Schedule 2 to the order includes a table which prescribes all of the permitted developments. It is notable that, where a deemed planning permission is given to move from one class to another, it is not permitted to reverse the change without obtaining specific planning permission.
Changes not constituting ‘development’
The Town and Country Planning Act specifies that the changes detailed below do not constitute development and, as a result, do not require planning permission:
- A use incidental to the enjoyment of a dwelling house
- A use for agriculture or forestry
- A change of use within the same use class
Material change of use
What is material change of use? There is not a statutory definition of “material change of use” but, instead, examples of development that constitute a material change of use are given. These include the following:
- The use of a single dwelling house for two or more separate dwelling houses
- The deposit of waste on land where the height of the waste exceeds the nearby ground levels
- The display of advertisements on the outside of a building that are not normally used for that purpose
When assessing whether there is a material change of use, it is practical to determine – what is the primary use of the building or land? This is fundamental to establishing whether the proposed use is a material change of that primary use. Uses that are not primary (ancillary or incidental) do not normally involve development.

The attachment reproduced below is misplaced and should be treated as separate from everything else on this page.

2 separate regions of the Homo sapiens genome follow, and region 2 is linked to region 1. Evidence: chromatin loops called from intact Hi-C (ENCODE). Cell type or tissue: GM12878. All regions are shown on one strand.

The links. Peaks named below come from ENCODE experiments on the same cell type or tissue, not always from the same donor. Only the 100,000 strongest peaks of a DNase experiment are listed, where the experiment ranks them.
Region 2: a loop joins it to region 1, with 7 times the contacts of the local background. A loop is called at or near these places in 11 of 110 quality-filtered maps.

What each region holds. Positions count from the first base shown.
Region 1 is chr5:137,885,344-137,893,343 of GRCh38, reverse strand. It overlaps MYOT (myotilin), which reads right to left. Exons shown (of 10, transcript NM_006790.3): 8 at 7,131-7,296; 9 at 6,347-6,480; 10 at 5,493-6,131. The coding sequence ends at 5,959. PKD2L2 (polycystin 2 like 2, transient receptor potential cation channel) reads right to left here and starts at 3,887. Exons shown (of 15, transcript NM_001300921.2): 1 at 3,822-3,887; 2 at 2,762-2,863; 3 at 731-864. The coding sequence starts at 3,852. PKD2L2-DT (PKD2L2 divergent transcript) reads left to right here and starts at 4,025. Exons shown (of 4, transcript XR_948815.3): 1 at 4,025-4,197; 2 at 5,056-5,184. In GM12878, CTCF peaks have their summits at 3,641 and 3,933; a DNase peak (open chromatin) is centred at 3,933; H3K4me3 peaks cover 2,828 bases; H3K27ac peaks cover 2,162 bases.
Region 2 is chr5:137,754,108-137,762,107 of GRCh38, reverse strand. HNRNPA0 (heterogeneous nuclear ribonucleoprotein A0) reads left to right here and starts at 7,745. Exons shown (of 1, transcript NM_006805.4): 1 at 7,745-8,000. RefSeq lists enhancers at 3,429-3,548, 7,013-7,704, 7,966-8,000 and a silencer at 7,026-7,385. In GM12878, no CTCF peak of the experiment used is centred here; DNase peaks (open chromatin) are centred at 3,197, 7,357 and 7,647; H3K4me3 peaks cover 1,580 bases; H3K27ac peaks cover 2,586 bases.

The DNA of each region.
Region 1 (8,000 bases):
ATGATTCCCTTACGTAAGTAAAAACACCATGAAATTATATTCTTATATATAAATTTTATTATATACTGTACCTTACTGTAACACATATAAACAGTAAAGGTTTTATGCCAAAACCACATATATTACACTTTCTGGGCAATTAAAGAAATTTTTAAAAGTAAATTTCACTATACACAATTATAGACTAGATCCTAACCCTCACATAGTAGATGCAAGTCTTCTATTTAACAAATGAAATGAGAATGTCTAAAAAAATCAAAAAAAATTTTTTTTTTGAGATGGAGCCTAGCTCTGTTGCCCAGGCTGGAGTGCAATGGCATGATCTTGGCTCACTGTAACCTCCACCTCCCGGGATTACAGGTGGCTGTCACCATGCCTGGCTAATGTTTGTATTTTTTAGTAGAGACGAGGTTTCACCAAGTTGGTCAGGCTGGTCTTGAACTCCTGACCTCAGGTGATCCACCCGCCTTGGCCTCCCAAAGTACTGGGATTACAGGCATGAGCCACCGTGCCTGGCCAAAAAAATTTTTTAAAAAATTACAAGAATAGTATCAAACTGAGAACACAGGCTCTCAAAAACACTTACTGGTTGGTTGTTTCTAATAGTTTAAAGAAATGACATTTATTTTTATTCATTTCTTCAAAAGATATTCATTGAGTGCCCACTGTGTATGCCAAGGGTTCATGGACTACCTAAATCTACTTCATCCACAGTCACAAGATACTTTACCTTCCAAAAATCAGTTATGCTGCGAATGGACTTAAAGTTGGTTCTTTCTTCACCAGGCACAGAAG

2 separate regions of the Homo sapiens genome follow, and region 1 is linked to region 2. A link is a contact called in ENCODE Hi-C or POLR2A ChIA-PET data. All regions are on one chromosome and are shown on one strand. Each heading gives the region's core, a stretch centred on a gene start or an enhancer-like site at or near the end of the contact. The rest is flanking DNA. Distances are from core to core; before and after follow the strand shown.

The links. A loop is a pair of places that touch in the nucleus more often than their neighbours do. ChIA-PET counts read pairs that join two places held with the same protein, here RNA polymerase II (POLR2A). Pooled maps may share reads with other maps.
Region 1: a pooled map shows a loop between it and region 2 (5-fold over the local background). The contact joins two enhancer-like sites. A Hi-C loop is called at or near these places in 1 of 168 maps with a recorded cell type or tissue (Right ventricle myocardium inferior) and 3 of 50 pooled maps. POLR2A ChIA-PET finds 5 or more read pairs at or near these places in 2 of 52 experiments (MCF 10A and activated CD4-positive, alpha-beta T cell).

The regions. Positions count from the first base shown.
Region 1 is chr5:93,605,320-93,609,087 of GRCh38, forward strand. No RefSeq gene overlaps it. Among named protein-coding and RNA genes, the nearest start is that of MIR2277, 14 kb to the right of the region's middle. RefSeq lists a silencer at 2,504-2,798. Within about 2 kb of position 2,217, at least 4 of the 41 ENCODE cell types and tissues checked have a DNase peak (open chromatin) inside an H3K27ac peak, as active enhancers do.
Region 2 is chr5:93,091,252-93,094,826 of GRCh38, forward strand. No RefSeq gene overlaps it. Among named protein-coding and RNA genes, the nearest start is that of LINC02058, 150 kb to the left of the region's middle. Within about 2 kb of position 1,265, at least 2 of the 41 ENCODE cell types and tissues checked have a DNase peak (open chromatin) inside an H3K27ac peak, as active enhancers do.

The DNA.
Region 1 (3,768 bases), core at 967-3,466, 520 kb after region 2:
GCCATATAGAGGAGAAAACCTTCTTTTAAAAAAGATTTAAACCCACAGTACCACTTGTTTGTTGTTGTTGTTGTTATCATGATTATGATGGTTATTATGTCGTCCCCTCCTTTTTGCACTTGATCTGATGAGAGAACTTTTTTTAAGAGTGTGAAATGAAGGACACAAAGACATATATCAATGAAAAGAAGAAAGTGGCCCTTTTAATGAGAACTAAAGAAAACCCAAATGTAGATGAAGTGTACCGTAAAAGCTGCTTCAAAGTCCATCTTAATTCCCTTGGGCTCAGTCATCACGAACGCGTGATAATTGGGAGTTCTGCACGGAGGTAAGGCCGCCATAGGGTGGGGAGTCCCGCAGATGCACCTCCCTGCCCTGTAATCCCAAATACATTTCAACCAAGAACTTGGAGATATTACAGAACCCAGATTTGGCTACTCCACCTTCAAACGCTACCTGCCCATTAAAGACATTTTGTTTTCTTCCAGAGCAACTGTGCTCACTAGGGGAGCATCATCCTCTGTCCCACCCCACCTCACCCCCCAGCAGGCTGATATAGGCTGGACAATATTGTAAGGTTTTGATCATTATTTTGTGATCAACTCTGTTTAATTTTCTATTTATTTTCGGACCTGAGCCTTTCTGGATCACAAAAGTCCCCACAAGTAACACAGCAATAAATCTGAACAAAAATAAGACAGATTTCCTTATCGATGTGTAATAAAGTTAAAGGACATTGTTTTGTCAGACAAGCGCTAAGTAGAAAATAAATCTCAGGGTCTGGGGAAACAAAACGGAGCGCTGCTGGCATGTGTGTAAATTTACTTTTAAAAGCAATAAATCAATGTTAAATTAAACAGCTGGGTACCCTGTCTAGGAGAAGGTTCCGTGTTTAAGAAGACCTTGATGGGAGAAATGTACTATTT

Changes of use and building regulations
Building regulation approval may be required if, as part of the change of use, there are physical changes to the building. The Building Regulations apply in England and Wales to ‘building work’ relevant to change of use.
- The construction of a new building or extension
- Work required where there is a material change of use of the whole building
- Where there are certain changes to the energy status or performance
Subject to some limited exceptions, the Building Regulations apply to all types of building, including domestic, commercial or industrial.
What happens once planning permission has been granted?